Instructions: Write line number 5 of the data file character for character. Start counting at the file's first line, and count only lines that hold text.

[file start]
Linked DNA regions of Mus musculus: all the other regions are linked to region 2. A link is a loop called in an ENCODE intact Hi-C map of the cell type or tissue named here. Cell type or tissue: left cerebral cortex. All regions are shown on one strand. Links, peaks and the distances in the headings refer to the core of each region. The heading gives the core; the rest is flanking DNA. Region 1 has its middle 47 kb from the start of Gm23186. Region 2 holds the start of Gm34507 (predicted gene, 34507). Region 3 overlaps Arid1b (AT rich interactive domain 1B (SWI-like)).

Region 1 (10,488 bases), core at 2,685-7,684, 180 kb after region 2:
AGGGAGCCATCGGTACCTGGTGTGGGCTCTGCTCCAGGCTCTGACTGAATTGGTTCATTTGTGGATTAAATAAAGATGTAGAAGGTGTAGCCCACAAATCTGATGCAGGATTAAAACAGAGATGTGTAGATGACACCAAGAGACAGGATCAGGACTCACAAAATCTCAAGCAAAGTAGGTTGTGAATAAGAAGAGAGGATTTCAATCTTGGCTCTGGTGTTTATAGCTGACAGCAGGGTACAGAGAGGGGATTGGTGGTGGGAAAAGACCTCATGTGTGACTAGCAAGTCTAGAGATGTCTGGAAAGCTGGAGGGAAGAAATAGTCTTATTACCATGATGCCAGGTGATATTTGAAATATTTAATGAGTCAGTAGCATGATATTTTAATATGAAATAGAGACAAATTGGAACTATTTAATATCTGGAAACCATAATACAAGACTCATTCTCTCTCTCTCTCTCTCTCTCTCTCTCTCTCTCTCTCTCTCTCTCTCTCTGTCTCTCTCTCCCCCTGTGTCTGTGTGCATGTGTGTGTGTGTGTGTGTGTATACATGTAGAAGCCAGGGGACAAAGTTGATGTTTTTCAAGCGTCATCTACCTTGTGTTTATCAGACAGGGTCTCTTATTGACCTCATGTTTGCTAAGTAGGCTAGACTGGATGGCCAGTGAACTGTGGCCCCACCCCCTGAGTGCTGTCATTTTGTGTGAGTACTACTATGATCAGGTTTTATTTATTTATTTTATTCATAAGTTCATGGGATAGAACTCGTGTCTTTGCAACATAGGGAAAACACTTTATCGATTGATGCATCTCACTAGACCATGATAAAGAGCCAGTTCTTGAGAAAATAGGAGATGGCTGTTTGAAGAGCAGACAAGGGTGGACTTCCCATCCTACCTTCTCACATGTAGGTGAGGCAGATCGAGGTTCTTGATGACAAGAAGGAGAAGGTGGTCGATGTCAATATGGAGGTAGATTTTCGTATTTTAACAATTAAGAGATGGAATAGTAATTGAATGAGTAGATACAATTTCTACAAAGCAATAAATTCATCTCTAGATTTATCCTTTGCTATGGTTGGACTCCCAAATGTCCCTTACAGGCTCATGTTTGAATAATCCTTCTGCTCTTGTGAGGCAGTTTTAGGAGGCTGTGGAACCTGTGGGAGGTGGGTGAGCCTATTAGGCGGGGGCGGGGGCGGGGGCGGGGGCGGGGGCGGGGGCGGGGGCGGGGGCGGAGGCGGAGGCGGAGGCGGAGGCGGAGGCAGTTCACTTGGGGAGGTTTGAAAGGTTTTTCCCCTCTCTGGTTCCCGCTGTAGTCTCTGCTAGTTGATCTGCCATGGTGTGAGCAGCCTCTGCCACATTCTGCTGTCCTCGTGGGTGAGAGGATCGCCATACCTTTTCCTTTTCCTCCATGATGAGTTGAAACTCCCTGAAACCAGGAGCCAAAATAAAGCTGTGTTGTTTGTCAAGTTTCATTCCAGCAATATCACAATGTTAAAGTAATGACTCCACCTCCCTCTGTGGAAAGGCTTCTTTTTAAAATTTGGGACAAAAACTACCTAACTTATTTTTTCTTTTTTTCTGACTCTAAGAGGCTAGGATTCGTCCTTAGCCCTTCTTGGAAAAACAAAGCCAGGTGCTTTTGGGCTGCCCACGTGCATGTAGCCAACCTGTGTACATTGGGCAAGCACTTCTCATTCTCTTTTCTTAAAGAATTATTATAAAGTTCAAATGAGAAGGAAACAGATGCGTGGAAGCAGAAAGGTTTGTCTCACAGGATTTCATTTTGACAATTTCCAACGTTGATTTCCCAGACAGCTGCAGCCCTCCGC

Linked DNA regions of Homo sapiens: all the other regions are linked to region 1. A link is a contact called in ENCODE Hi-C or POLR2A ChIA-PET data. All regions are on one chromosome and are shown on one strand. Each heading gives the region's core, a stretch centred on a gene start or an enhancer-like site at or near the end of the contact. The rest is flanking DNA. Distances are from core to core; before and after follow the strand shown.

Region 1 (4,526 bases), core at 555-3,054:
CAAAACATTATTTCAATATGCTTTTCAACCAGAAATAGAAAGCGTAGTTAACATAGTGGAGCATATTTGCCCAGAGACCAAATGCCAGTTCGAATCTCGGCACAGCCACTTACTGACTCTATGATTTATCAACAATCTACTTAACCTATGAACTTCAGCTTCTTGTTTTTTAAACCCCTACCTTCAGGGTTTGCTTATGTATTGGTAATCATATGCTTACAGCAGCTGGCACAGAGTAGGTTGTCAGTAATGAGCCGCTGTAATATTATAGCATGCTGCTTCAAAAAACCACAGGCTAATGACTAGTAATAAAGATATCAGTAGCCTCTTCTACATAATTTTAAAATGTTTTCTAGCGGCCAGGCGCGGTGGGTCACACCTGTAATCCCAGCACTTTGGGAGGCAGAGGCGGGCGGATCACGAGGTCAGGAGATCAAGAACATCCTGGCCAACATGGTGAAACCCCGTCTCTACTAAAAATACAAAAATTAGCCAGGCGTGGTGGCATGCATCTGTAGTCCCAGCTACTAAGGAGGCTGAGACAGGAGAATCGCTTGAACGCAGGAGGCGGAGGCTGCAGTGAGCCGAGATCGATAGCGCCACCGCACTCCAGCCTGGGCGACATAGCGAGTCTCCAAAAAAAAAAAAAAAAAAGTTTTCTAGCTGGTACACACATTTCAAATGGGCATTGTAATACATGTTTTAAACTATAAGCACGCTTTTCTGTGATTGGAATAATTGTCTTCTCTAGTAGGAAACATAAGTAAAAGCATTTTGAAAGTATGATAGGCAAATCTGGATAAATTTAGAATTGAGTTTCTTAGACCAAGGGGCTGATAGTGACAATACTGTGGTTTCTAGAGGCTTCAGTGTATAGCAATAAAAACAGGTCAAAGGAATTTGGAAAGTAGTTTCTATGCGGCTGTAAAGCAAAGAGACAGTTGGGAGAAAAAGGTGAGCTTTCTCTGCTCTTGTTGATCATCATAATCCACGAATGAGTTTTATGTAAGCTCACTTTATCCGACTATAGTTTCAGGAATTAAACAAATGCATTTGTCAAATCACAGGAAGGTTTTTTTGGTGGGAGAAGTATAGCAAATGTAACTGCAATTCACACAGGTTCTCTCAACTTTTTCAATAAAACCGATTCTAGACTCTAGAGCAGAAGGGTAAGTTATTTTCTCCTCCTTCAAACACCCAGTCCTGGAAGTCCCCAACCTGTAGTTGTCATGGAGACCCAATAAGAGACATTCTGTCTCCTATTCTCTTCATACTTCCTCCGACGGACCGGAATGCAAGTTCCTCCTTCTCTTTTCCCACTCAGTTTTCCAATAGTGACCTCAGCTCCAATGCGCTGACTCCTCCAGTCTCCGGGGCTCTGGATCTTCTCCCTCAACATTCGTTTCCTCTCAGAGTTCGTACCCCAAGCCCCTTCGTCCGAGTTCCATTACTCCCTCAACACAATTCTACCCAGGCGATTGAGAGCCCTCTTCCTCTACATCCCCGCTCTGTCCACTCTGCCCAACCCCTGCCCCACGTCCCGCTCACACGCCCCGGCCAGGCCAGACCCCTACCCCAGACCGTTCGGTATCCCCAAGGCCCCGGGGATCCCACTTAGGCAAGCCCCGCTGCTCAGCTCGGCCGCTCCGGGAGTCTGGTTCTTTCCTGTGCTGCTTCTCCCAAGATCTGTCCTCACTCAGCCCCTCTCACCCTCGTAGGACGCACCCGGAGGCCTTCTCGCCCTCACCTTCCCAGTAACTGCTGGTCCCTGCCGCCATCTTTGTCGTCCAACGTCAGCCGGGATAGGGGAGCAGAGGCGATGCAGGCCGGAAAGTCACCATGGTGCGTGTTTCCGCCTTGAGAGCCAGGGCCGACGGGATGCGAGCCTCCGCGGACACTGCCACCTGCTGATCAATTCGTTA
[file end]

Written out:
Region 1 (4,526 bases), core at 555-3,054: